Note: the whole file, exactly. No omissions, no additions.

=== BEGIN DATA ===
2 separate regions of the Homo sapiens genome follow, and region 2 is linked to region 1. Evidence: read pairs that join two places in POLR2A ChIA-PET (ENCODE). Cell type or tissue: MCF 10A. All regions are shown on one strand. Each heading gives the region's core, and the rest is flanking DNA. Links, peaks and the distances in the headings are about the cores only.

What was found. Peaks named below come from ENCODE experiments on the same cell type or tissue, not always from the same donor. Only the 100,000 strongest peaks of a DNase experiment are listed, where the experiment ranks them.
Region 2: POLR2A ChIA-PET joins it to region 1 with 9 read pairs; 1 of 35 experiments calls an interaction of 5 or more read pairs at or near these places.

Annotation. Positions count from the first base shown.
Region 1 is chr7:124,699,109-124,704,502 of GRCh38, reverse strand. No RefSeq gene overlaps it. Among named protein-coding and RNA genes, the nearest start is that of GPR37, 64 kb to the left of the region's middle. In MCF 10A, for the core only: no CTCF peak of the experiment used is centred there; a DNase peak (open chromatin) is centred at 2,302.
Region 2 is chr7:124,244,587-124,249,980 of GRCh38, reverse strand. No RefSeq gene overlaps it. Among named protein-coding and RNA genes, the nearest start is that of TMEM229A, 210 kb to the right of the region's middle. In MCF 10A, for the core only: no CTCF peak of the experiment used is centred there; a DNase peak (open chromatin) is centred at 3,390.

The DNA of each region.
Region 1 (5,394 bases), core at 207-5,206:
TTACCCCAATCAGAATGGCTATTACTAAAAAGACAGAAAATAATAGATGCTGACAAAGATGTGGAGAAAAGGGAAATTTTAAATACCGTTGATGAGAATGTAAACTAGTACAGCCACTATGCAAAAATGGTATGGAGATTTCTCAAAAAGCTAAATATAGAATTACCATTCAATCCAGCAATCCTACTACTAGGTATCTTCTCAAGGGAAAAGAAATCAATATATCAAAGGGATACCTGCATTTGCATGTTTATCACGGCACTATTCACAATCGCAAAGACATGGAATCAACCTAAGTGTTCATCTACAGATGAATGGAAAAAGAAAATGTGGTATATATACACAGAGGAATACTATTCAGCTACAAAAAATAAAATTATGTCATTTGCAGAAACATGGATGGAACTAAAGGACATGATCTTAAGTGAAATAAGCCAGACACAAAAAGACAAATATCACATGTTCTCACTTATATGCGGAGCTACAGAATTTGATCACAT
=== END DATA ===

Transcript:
2 separate regions of the Homo sapiens genome follow, and region 2 is linked to region 1. Evidence: read pairs that join two places in POLR2A ChIA-PET (ENCODE). Cell type or tissue: MCF 10A. All regions are shown on one strand. Each heading gives the region's core, and the rest is flanking DNA. Links, peaks and the distances in the headings are about the cores only.

What was found. Peaks named below come from ENCODE experiments on the same cell type or tissue, not always from the same donor. Only the 100,000 strongest peaks of a DNase experiment are listed, where the experiment ranks them.
Region 2: POLR2A ChIA-PET joins it to region 1 with 9 read pairs; 1 of 35 experiments calls an interaction of 5 or more read pairs at or near these places.

Annotation. Positions count from the first base shown.
Region 1 is chr7:124,699,109-124,704,502 of GRCh38, reverse strand. No RefSeq gene overlaps it. Among named protein-coding and RNA genes, the nearest start is that of GPR37, 64 kb to the left of the region's middle. In MCF 10A, for the core only: no CTCF peak of the experiment used is centred there; a DNase peak (open chromatin) is centred at 2,302.
Region 2 is chr7:124,244,587-124,249,980 of GRCh38, reverse strand. No RefSeq gene overlaps it. Among named protein-coding and RNA genes, the nearest start is that of TMEM229A, 210 kb to the right of the region's middle. In MCF 10A, for the core only: no CTCF peak of the experiment used is centred there; a DNase peak (open chromatin) is centred at 3,390.

The DNA of each region.
Region 1 (5,394 bases), core at 207-5,206:
TTACCCCAATCAGAATGGCTATTACTAAAAAGACAGAAAATAATAGATGCTGACAAAGATGTGGAGAAAAGGGAAATTTTAAATACCGTTGATGAGAATGTAAACTAGTACAGCCACTATGCAAAAATGGTATGGAGATTTCTCAAAAAGCTAAATATAGAATTACCATTCAATCCAGCAATCCTACTACTAGGTATCTTCTCAAGGGAAAAGAAATCAATATATCAAAGGGATACCTGCATTTGCATGTTTATCACGGCACTATTCACAATCGCAAAGACATGGAATCAACCTAAGTGTTCATCTACAGATGAATGGAAAAAGAAAATGTGGTATATATACACAGAGGAATACTATTCAGCTACAAAAAATAAAATTATGTCATTTGCAGAAACATGGATGGAACTAAAGGACATGATCTTAAGTGAAATAAGCCAGACACAAAAAGACAAATATCACATGTTCTCACTTATATGCGGAGCTACAGAATTTGATCACAT